Adam Hannett, Head Distiller, says: "When we think of the whisky industry as a whole, we're typically using casks that have been used before. The previous contents of the cask will have drawn a lot of the oak, tannins and flavour out - so by the time we put whisky in, we get a much more subtle impact from the wood.” Find out more about casks.
“Using Virgin Oak challenges tradition, as it's typically believed that whisky matures better in casks which have been previously used. Perceptions around Virgin Oak is that it's too powerful and it will ruin your whisky. And of course if you leave it and don't manage it - it absolutely will.
“When we first tried it [Virgin Oak], we wanted to see the impact of super-heavy peat and this powerful oak, and they just worked really, really nicely because there is such power and presence in those heavy phenols. With Octomore, you’ve got a super heavy peated spirit paired with equally powerful Virgin Oak, the latter of which can be quite dominating” Adam explains, “but because we’re bottling the spirit relatively young, at five aged years, the oak doesn’t overpower the final flavour”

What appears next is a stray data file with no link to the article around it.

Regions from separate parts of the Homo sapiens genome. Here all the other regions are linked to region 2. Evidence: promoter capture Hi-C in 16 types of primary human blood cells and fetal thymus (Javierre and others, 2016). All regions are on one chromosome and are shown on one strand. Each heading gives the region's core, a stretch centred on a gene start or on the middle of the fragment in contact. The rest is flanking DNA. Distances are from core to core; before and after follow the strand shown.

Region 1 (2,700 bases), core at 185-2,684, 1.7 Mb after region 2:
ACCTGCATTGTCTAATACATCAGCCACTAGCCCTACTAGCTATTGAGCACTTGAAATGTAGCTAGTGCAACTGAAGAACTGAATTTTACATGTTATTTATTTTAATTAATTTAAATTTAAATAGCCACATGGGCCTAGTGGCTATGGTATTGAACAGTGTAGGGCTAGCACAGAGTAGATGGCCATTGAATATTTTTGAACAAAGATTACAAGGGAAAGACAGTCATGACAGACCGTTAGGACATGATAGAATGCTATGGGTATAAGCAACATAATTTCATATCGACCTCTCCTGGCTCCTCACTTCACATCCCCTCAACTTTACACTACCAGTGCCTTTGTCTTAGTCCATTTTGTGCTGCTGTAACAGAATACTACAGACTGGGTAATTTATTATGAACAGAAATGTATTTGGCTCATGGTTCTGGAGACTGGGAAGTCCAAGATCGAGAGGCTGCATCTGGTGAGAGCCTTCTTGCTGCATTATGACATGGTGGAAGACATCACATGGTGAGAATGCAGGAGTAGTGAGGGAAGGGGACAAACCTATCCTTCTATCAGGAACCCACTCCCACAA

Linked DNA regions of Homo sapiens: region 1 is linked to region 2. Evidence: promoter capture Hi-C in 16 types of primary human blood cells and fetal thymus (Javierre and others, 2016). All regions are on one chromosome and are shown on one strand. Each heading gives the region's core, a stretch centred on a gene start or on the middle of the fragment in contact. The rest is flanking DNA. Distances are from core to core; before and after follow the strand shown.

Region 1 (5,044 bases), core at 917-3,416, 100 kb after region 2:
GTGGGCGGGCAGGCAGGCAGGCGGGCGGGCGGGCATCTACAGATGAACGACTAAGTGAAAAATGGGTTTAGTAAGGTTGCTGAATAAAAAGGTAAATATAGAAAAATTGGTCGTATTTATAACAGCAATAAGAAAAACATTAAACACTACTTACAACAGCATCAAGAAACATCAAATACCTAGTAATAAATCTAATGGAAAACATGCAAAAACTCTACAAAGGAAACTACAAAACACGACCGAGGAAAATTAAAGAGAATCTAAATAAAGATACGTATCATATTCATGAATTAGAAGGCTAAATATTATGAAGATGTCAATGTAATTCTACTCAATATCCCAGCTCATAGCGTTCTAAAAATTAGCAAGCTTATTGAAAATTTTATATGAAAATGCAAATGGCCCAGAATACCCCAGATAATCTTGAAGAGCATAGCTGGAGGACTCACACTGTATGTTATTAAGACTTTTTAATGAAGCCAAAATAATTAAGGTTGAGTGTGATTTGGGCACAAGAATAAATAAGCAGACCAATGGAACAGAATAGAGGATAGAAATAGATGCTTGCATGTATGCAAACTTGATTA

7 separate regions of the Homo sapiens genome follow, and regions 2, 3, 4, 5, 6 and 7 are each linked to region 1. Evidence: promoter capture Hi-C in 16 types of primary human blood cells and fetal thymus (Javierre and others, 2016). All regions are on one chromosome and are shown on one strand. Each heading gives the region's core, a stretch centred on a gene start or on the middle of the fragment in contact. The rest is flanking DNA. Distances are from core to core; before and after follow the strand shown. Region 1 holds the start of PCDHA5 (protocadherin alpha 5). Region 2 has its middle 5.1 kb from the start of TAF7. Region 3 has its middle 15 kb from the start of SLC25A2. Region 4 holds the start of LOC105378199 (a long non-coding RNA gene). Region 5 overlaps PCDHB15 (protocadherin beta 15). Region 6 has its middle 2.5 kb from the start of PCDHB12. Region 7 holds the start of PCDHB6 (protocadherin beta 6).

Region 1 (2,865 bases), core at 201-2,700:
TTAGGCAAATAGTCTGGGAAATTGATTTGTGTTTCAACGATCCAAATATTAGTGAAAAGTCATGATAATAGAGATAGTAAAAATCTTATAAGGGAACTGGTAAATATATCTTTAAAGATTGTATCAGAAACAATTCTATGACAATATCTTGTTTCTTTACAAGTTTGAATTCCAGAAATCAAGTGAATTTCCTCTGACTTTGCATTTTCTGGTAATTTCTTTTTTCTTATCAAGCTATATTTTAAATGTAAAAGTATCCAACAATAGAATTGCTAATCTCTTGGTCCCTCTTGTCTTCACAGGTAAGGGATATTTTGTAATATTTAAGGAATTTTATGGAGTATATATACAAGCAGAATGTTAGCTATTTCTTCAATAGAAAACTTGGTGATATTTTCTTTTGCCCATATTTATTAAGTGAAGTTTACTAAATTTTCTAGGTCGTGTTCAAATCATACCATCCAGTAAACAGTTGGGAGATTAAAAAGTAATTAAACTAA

“Each new Octomore series is the opportunity to push myself as a whisky maker, and this small-batch release of 14.4 is no different.”
When it comes to the final release in the 14 Series, Adam continues, “This is the first time we have ever experimented with Colombian Virgin Oak casks, and we had no idea how the super-heavily peated Octomore spirit would take to the oak. We trialled different charring and toasting levels to find the perfect balance, honing our knowledge on these single cask variations and the incredible influence these subtle nuances can have on the final spirit.”